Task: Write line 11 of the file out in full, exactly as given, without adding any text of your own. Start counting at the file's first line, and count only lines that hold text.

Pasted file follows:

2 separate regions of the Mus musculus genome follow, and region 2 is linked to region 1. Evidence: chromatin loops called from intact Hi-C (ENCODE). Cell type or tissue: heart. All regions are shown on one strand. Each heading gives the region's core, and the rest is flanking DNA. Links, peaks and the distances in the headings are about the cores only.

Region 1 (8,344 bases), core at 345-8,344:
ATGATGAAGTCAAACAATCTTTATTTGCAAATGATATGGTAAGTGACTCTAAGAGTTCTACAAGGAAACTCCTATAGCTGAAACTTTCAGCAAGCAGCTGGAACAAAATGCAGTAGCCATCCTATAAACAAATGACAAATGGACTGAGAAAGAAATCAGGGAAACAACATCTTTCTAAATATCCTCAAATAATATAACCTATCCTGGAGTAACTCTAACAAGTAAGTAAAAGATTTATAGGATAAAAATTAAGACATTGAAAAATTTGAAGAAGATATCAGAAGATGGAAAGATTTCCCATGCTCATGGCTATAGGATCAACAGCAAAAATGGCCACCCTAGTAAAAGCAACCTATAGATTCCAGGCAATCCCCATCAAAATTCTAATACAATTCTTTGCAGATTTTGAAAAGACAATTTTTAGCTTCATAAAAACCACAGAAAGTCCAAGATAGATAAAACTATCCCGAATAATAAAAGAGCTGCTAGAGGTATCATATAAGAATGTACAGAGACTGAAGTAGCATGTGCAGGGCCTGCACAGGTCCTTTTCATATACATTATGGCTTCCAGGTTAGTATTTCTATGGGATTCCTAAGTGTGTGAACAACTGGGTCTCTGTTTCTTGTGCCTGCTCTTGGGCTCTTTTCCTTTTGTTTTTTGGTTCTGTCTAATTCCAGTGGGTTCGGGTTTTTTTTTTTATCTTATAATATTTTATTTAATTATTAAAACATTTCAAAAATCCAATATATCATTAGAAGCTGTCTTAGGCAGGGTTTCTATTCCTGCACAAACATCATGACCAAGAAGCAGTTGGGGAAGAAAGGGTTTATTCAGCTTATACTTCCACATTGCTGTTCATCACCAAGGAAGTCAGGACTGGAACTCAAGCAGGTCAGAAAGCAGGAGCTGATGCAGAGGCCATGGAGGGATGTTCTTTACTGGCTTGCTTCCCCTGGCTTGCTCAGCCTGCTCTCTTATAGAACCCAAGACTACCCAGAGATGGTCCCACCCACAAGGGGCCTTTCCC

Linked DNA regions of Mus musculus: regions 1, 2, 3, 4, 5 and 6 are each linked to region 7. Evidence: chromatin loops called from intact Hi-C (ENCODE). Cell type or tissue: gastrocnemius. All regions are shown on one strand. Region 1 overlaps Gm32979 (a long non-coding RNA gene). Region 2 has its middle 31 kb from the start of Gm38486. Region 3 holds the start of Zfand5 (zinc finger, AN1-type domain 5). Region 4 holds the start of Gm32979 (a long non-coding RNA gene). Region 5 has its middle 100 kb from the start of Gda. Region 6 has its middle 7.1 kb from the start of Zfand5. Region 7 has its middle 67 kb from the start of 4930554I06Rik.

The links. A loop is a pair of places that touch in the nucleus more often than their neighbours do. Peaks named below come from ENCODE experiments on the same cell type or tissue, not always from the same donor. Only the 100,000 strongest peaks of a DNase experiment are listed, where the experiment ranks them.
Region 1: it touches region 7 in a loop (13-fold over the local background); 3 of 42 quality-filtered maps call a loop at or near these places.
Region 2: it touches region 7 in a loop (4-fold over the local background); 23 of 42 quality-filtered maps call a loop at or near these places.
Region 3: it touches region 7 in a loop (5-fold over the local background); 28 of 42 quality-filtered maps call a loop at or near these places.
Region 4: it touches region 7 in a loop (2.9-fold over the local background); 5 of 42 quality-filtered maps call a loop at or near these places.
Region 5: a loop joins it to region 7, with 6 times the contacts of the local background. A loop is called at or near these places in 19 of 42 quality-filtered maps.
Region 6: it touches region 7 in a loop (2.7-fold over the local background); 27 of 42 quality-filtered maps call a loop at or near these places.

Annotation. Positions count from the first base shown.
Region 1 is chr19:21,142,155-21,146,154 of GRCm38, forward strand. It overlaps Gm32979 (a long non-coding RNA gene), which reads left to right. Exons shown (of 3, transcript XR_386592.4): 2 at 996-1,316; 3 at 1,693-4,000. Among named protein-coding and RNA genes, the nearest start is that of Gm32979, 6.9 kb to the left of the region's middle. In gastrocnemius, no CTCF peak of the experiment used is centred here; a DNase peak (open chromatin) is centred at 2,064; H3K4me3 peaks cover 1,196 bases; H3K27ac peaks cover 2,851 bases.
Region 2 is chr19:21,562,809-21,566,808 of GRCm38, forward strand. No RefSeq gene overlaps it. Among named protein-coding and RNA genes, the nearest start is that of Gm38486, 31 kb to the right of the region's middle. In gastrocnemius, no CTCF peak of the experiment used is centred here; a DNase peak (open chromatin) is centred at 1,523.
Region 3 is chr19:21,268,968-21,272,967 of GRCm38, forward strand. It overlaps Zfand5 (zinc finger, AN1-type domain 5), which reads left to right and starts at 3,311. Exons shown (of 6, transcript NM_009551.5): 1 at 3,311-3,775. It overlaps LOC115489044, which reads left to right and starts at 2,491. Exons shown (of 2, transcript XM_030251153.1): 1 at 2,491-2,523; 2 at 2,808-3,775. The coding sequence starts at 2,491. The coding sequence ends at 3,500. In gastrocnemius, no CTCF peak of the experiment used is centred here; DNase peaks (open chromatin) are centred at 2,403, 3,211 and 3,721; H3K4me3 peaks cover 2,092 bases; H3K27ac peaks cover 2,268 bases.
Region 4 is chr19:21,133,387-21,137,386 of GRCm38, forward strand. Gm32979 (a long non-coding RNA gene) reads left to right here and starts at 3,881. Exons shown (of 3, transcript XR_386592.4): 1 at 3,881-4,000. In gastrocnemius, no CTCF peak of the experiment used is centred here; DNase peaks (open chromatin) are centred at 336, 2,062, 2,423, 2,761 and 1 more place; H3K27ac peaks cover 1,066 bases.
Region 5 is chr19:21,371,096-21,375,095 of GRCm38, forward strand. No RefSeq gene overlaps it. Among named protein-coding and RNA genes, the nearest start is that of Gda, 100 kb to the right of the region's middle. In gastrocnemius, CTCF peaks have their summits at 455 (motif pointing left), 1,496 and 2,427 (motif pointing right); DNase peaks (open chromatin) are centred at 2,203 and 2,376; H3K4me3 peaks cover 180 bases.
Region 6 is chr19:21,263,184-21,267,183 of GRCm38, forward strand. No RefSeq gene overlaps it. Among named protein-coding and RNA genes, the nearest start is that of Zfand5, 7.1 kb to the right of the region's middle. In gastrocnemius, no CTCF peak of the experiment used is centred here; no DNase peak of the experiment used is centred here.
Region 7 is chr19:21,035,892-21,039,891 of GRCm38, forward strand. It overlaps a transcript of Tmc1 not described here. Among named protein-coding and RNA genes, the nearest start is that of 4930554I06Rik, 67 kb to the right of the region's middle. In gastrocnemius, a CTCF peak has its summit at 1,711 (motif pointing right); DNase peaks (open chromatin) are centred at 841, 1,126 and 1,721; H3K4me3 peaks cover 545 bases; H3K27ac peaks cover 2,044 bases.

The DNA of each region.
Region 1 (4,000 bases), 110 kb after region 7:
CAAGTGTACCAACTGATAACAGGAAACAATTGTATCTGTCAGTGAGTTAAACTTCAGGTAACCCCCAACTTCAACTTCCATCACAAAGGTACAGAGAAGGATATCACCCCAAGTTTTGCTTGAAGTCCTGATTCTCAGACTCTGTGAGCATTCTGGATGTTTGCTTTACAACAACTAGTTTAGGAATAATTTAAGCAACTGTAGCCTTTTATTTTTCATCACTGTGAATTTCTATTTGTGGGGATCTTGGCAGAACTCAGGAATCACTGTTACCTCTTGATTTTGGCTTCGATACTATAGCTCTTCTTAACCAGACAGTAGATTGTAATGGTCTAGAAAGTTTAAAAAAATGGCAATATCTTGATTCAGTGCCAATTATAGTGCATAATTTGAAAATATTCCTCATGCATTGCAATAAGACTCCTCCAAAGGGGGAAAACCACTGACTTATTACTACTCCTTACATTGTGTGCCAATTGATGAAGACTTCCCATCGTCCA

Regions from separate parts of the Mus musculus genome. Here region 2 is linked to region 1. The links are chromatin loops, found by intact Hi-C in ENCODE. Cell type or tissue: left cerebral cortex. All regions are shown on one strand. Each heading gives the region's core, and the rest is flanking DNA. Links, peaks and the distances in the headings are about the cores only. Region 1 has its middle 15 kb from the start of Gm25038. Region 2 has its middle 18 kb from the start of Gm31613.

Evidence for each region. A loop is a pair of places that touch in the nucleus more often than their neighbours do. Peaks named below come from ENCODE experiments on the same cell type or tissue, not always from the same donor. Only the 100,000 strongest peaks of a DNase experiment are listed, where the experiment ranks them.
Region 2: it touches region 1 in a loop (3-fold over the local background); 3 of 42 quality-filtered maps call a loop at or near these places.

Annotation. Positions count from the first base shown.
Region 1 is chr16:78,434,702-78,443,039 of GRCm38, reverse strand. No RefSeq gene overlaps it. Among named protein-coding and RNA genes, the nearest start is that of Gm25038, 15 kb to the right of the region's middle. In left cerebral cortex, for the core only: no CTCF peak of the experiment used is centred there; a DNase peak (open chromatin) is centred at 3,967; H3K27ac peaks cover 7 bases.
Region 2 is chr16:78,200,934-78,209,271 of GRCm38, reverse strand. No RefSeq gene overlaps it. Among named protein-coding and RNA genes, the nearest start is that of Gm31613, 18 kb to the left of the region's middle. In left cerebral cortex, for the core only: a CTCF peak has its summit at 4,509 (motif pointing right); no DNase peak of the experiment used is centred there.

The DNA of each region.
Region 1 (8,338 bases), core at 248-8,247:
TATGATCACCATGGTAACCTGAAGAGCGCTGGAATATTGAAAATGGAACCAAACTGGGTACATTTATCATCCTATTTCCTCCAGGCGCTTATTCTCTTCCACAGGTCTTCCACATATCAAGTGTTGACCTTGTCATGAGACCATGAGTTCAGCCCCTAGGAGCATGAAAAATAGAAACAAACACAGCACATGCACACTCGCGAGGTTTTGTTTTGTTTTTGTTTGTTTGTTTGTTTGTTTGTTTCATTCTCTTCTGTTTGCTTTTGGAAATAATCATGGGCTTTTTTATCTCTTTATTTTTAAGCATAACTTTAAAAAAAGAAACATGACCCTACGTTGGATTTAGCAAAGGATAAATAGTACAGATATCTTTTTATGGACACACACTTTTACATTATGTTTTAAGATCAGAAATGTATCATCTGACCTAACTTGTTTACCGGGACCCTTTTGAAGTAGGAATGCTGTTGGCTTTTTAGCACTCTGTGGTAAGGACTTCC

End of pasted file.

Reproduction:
Region 6: it touches region 7 in a loop (2.7-fold over the local background); 27 of 42 quality-filtered maps call a loop at or near these places.